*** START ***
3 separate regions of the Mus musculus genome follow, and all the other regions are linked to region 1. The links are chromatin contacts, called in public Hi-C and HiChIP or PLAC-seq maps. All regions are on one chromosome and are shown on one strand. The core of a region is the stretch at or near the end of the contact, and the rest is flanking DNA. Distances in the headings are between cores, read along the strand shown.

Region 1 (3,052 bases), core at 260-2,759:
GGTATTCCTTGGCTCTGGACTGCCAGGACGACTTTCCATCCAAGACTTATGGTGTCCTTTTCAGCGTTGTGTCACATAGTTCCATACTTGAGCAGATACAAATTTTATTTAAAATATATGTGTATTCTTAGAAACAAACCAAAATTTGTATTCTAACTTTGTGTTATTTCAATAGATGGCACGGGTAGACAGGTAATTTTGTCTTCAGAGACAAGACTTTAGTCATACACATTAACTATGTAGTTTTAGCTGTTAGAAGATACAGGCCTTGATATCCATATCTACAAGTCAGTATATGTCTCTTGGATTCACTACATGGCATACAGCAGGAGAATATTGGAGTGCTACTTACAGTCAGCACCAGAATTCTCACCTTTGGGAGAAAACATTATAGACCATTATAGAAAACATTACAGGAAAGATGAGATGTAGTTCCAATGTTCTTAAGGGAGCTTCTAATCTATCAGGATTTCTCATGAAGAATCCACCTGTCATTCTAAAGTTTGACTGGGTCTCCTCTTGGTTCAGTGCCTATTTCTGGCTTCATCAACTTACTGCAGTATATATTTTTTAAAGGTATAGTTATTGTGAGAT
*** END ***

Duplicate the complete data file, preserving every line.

3 separate regions of the Mus musculus genome follow, and all the other regions are linked to region 1. The links are chromatin contacts, called in public Hi-C and HiChIP or PLAC-seq maps. All regions are on one chromosome and are shown on one strand. The core of a region is the stretch at or near the end of the contact, and the rest is flanking DNA. Distances in the headings are between cores, read along the strand shown.

Region 1 (3,052 bases), core at 260-2,759:
GGTATTCCTTGGCTCTGGACTGCCAGGACGACTTTCCATCCAAGACTTATGGTGTCCTTTTCAGCGTTGTGTCACATAGTTCCATACTTGAGCAGATACAAATTTTATTTAAAATATATGTGTATTCTTAGAAACAAACCAAAATTTGTATTCTAACTTTGTGTTATTTCAATAGATGGCACGGGTAGACAGGTAATTTTGTCTTCAGAGACAAGACTTTAGTCATACACATTAACTATGTAGTTTTAGCTGTTAGAAGATACAGGCCTTGATATCCATATCTACAAGTCAGTATATGTCTCTTGGATTCACTACATGGCATACAGCAGGAGAATATTGGAGTGCTACTTACAGTCAGCACCAGAATTCTCACCTTTGGGAGAAAACATTATAGACCATTATAGAAAACATTACAGGAAAGATGAGATGTAGTTCCAATGTTCTTAAGGGAGCTTCTAATCTATCAGGATTTCTCATGAAGAATCCACCTGTCATTCTAAAGTTTGACTGGGTCTCCTCTTGGTTCAGTGCCTATTTCTGGCTTCATCAACTTACTGCAGTATATATTTTTTAAAGGTATAGTTATTGTGAGAT